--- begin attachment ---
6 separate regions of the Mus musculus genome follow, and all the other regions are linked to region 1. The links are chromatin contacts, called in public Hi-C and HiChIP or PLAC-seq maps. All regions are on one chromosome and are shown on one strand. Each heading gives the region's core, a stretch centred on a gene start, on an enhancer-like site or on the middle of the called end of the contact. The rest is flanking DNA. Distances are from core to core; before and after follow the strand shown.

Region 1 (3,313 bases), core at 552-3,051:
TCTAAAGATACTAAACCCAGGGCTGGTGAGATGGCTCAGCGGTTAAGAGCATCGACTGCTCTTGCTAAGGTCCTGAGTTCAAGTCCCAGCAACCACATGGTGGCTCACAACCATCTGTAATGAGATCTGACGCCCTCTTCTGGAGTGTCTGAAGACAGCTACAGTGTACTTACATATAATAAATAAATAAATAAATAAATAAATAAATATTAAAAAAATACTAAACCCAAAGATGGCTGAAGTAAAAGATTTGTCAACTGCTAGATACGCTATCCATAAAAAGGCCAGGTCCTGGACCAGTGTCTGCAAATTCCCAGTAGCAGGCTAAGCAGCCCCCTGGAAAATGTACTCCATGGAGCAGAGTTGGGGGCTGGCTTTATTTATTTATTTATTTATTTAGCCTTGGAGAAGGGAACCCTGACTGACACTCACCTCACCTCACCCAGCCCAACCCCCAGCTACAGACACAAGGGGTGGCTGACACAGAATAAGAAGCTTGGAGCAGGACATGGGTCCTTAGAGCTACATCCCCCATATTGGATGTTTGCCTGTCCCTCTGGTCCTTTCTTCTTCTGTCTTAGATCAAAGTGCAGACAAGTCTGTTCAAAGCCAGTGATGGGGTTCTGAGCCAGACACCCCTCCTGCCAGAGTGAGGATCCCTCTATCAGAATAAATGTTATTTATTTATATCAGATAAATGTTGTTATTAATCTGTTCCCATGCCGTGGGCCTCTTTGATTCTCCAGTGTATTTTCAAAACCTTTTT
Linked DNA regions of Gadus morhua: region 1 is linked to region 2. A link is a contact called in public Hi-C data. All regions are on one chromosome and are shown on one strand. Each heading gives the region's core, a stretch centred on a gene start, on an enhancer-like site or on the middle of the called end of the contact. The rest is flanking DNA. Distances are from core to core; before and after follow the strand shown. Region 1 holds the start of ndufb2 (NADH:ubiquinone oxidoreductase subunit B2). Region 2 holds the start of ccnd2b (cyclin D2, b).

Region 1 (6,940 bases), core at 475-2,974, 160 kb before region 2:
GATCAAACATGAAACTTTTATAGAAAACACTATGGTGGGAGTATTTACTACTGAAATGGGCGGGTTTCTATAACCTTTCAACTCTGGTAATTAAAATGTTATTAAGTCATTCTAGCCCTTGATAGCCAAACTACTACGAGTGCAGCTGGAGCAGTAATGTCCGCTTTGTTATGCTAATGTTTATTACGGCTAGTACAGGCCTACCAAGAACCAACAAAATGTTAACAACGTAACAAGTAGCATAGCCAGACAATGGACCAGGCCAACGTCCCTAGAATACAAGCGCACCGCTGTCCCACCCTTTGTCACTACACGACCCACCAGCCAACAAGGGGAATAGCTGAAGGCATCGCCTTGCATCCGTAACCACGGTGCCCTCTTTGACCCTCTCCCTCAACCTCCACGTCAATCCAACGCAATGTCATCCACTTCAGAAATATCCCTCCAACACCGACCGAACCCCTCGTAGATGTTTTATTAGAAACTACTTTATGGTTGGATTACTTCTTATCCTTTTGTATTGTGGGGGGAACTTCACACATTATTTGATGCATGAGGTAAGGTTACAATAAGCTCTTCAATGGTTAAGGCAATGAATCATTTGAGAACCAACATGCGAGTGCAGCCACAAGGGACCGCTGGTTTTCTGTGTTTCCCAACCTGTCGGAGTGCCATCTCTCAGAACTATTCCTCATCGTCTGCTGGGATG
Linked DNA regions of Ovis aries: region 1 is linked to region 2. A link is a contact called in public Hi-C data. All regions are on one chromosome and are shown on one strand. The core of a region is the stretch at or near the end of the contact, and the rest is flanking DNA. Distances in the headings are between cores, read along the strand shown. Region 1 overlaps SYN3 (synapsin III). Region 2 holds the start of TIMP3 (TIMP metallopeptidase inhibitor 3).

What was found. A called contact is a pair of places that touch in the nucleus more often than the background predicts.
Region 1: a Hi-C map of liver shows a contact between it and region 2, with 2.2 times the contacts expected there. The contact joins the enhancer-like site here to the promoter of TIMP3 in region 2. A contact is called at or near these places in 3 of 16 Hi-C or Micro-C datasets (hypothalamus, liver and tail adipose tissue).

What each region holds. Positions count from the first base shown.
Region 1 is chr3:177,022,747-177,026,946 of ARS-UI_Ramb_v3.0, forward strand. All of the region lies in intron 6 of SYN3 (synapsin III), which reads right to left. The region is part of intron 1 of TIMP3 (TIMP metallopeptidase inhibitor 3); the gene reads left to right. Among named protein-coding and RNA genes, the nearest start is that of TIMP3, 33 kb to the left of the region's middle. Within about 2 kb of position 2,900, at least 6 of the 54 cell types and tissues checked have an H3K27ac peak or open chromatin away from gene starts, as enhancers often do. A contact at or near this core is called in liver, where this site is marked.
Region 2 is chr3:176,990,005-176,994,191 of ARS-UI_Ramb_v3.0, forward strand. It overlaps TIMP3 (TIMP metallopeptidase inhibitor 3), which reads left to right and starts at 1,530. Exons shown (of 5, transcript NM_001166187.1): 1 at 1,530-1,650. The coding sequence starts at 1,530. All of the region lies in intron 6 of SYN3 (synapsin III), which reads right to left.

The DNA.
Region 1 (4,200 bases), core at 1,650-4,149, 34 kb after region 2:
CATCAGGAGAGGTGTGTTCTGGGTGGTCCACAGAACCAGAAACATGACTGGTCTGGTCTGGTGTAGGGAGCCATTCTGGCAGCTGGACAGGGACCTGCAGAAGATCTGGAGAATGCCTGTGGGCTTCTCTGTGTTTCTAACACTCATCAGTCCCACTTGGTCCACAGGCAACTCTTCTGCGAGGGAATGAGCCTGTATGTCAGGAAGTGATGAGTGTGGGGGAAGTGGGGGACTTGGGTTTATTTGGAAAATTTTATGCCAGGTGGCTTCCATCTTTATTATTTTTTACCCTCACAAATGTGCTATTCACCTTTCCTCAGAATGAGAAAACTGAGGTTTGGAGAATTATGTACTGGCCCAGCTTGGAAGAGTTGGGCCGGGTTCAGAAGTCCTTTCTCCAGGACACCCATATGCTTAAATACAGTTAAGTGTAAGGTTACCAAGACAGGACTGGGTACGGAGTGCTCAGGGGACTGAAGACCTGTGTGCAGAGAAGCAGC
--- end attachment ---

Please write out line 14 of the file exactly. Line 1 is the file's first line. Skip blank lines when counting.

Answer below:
Region 1 (4,200 bases), core at 1,650-4,149, 34 kb after region 2: